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Licensed Unlicensed Requires Authentication Published by Oldenbourg Wissenschaftsverlag October 15, 2020

Generation of tailored subsurface zones in steels containing metastable austenite by adaptive machining and validation by eddy current testing

Erzeugung definierter Randzonen in Stählen mit metastabilem Austenit durch adaptive Zerspanung und Validierung mittels Wirbelstromprüfung
Lara Vivian Fricke ORCID logo, Hai Nam Nguyen, Bernd Breidenstein, Berend Denkena, Marc-André Dittrich, Hans Jürgen Maier and David Zaremba
From the journal tm - Technisches Messen

Abstract

In order to withstand high mechanical and tribological loads, it is important that the components not only have a high core ductility but also a hard surface. Typically, a suitable microstructure is created by heat treatment processes before the workpiece is machined. However, these processes are time and energy consuming and can lead to component distortion. It would therefore be of great advantage if no additional heat treatment process would be required to produce a hardened subsurface zone. Since turning is often already integrated as a machining process in production lines, it would be advantageous to create a hardened subsurface within this process. As there is no possibility to measure the hardness directly during the turning process, a soft sensor was developed to determine the properties of the subsurface directly during the machining process. Steels with metastable austenite are of particular interest in this context, as metastable austenite can be converted into martensite by deformation. The amount of martensite produced in the subsurface can be adjusted provided that suitable turning parameters can be found. For this purpose, a process parallel material removal simulation was used to determine the actual conditions governing the process. It was found that there is a correlation between the martensite content and the amplitude of the 3rd harmonic of eddy current testing. Therefore, an eddy current sensor accompanying the process can be used as a basis for controlling the turning process for tailored martensite volume content adjustment.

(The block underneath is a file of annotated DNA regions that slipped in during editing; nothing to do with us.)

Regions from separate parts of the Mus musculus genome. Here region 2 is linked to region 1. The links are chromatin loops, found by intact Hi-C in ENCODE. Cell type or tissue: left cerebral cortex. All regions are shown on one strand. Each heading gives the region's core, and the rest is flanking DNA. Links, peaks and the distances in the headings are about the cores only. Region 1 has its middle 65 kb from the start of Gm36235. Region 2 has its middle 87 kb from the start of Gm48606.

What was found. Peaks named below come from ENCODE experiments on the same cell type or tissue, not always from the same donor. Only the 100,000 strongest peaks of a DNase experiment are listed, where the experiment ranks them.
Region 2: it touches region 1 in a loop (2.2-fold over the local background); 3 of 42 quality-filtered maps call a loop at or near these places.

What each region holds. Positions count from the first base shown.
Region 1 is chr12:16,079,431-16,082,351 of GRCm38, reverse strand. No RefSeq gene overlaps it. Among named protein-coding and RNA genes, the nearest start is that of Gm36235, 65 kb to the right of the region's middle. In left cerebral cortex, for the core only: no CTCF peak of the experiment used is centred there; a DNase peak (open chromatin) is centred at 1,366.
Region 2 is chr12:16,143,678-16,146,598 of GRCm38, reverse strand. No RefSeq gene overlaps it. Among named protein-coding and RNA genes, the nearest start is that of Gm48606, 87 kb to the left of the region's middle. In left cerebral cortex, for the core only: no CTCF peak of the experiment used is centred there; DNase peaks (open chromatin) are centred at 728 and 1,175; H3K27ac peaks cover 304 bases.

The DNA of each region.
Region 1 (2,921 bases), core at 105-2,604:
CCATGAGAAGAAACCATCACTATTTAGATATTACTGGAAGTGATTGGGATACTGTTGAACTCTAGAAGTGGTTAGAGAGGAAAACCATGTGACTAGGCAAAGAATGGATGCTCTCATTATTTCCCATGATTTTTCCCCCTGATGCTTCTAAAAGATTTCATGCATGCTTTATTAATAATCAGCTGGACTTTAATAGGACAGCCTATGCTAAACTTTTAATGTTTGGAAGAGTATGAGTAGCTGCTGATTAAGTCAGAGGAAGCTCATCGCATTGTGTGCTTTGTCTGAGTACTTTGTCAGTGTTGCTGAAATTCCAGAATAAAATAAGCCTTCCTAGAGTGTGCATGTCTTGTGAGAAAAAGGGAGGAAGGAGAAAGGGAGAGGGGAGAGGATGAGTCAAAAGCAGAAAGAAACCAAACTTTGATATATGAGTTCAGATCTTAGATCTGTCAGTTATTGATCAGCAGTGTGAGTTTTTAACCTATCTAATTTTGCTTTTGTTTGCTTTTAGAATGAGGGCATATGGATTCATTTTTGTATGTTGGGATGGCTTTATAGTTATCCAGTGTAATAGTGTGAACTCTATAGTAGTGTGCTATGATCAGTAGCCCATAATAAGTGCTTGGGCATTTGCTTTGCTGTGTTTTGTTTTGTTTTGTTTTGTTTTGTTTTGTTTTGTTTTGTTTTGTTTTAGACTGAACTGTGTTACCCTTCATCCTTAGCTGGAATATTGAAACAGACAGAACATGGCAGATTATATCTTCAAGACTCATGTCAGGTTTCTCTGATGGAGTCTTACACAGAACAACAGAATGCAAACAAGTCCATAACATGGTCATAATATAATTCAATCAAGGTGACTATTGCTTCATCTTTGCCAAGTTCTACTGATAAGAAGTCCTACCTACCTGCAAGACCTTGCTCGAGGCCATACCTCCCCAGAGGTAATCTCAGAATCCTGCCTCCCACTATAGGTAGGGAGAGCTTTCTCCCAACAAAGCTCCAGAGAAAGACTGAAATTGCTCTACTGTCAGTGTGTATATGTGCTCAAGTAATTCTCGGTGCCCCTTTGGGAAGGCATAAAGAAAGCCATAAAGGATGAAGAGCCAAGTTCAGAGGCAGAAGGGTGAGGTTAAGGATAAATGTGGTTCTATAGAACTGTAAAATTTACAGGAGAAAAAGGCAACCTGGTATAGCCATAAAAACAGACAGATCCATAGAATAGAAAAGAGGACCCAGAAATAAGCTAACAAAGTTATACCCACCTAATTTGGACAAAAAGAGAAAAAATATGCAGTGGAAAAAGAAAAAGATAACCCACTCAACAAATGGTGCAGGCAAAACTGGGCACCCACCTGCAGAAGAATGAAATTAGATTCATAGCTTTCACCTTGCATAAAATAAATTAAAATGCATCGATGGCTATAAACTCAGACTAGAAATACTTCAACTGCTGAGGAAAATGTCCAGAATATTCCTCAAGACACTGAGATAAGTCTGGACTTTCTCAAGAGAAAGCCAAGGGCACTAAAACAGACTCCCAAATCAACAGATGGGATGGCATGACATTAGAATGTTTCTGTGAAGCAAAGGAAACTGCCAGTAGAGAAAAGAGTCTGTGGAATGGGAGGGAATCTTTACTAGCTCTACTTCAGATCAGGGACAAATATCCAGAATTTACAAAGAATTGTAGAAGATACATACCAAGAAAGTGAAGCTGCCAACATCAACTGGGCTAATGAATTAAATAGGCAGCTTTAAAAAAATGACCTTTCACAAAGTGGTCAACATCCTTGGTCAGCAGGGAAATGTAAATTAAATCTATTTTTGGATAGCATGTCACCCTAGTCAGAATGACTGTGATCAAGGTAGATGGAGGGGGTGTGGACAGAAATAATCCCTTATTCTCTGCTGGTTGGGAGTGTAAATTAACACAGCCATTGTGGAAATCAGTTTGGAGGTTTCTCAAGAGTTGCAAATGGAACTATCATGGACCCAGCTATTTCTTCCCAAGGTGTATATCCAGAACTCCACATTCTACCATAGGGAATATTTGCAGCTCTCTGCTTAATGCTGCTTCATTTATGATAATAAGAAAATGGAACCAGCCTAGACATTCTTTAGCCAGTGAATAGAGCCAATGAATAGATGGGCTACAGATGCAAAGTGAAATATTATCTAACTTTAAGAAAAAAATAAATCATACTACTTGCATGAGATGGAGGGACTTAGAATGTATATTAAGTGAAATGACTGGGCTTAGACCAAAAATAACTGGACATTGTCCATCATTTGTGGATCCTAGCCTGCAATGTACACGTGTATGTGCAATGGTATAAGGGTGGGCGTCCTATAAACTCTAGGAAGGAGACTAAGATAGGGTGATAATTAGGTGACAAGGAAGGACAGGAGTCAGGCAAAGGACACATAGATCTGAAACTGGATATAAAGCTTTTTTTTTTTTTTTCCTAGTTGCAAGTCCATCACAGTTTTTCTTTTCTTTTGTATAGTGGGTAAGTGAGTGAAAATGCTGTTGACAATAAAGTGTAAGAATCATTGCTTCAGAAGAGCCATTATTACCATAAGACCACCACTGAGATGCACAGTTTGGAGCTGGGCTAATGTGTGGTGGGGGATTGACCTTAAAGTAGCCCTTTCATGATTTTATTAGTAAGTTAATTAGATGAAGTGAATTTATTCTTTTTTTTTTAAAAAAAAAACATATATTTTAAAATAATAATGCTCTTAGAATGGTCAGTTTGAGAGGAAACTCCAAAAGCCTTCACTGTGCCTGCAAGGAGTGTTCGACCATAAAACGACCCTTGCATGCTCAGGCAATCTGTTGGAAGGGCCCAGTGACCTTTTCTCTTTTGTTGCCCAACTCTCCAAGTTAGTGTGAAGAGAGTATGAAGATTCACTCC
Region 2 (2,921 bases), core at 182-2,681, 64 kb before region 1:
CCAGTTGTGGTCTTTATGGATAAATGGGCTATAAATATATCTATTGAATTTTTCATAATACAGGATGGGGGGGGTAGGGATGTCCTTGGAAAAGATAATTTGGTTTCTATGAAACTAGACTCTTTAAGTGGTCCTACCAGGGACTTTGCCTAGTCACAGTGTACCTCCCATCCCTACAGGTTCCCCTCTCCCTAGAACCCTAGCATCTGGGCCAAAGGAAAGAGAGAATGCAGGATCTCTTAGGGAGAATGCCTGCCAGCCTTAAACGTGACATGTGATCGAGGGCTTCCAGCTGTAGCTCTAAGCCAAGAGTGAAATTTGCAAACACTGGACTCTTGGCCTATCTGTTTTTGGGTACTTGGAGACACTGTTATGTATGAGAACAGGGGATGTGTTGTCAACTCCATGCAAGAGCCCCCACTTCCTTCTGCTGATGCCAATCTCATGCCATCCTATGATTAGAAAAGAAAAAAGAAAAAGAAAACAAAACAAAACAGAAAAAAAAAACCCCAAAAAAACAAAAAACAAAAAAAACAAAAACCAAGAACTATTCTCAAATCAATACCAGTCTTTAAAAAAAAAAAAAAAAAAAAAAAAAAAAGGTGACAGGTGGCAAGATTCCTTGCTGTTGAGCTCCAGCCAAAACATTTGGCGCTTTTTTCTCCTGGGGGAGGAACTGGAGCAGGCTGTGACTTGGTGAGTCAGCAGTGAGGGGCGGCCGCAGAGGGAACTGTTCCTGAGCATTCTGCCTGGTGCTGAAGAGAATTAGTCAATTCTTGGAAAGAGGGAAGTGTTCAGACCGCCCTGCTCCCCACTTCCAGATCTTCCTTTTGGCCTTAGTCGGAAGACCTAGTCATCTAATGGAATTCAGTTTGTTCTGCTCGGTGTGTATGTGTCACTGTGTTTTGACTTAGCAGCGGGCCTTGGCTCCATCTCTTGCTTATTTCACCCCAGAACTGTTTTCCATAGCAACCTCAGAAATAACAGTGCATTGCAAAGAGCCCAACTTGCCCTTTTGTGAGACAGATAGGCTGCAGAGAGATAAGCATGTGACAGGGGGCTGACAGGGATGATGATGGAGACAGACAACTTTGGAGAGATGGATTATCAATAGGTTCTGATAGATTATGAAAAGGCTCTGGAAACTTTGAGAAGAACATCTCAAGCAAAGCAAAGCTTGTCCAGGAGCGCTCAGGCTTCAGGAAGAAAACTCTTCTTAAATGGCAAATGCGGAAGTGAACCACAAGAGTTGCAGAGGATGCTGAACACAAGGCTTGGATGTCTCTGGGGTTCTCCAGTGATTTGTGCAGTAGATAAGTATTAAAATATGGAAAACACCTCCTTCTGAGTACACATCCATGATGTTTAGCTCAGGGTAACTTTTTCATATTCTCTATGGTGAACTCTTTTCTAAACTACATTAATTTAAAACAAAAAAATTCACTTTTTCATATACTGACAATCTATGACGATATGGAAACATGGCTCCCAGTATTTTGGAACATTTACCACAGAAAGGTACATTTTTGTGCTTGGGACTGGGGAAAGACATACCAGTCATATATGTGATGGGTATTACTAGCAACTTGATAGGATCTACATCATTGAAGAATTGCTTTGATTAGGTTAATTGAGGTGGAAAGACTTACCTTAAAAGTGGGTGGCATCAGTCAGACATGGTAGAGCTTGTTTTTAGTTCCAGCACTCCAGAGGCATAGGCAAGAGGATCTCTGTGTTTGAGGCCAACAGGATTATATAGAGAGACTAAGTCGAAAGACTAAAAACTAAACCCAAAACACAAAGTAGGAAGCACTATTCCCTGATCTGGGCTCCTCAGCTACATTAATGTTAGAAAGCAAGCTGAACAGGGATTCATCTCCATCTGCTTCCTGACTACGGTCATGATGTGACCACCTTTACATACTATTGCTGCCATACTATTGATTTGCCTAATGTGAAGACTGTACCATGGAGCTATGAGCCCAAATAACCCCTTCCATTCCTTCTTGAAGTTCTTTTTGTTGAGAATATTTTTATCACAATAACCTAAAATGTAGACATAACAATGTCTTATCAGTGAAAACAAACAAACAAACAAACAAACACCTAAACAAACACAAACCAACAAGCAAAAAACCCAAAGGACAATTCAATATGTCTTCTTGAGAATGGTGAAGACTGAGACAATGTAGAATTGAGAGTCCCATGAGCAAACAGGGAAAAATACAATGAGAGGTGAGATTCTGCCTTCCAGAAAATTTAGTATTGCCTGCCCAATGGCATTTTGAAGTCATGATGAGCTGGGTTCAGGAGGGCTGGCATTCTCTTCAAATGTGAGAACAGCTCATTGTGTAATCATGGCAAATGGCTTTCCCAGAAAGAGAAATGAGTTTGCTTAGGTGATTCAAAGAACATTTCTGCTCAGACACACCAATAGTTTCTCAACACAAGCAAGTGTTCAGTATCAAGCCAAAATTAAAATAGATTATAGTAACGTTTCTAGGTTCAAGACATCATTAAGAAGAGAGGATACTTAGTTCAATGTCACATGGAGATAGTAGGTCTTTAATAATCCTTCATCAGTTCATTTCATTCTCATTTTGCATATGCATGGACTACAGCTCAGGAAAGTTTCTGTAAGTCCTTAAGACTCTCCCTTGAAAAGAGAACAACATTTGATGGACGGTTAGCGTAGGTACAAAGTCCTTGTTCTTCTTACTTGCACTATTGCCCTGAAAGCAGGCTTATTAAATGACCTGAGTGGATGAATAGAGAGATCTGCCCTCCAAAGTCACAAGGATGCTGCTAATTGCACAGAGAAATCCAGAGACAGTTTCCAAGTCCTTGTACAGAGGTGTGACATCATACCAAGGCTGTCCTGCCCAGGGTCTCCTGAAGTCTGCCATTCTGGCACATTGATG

Zusammenfassung

Um hohen mechanischen und tribologischen Belastungen standhalten zu können, ist es wichtig, dass die Bauteile nicht nur eine hohe Kernduktilität, sondern auch eine harte Oberfläche aufweisen. Typischerweise wird eine geeignete Mikrostruktur durch Wärmebehandlungsprozesse erzeugt, bevor das Werkstück bearbeitet wird. Diese Prozesse sind jedoch zeit- und energieaufwändig und können zu Bauteilverzug führen. Daher wäre es von großem Vorteil, wenn kein zusätzlicher Wärmebehandlungsprozess erforderlich wäre, um eine gehärtete Randzone zu erzeugen. Da das Drehen bereits häufig als Bearbeitungsprozess in Fertigungslinien integriert ist, wäre es vorteilhaft, innerhalb dieses Prozesses eine gehärtete Randzone zu erzeugen. Noch gibt es keine Möglichkeit die Härte während des Drehprozesses direkt zu messen. Deswegen wurde ein Soft-Sensor entwickelt, um die Eigenschaften der Randzone direkt während der Bearbeitung zu bestimmen. Dafür sind Stähle mit metastabilem Austenit besonders geeignet, da metastabiler Austenit durch Verformung in Martensit umgewandelt werden kann und die Menge des in der Randzone erzeugten Martensits durch die richtige Wahl der Drehparameter eingestellt werden kann. Dazu wurden mit einer prozessparallelen Materialabtragssimulation die tatsächlichen Eingriffsbedingungen im Prozess ermittelt und überprüft. Des Weiteren wurde eine Korrelation zwischen dem Martensitgehalt und der Amplitude der 3. Harmonischen der Wirbelstromprüfung festgestellt. Daher kann ein prozessbegleitender Wirbelstromsensor als Grundlage für die Steuerung des Drehprozesses zur gezielten Einstellung des Martensitvolumengehaltes verwendet werden.

Funding source: Deutsche Forschungsgemeinschaft

Award Identifier / Grant number: 401800578

Funding statement: Financial support of this study by the German Research Foundation (DFG) within the research priority program SPP 2086 (grant project number 401800578) is gratefully acknowledged.

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Received: 2020-07-17
Accepted: 2020-09-16
Published Online: 2020-10-15
Published in Print: 2020-11-26

© 2020 Walter de Gruyter GmbH, Berlin/Boston

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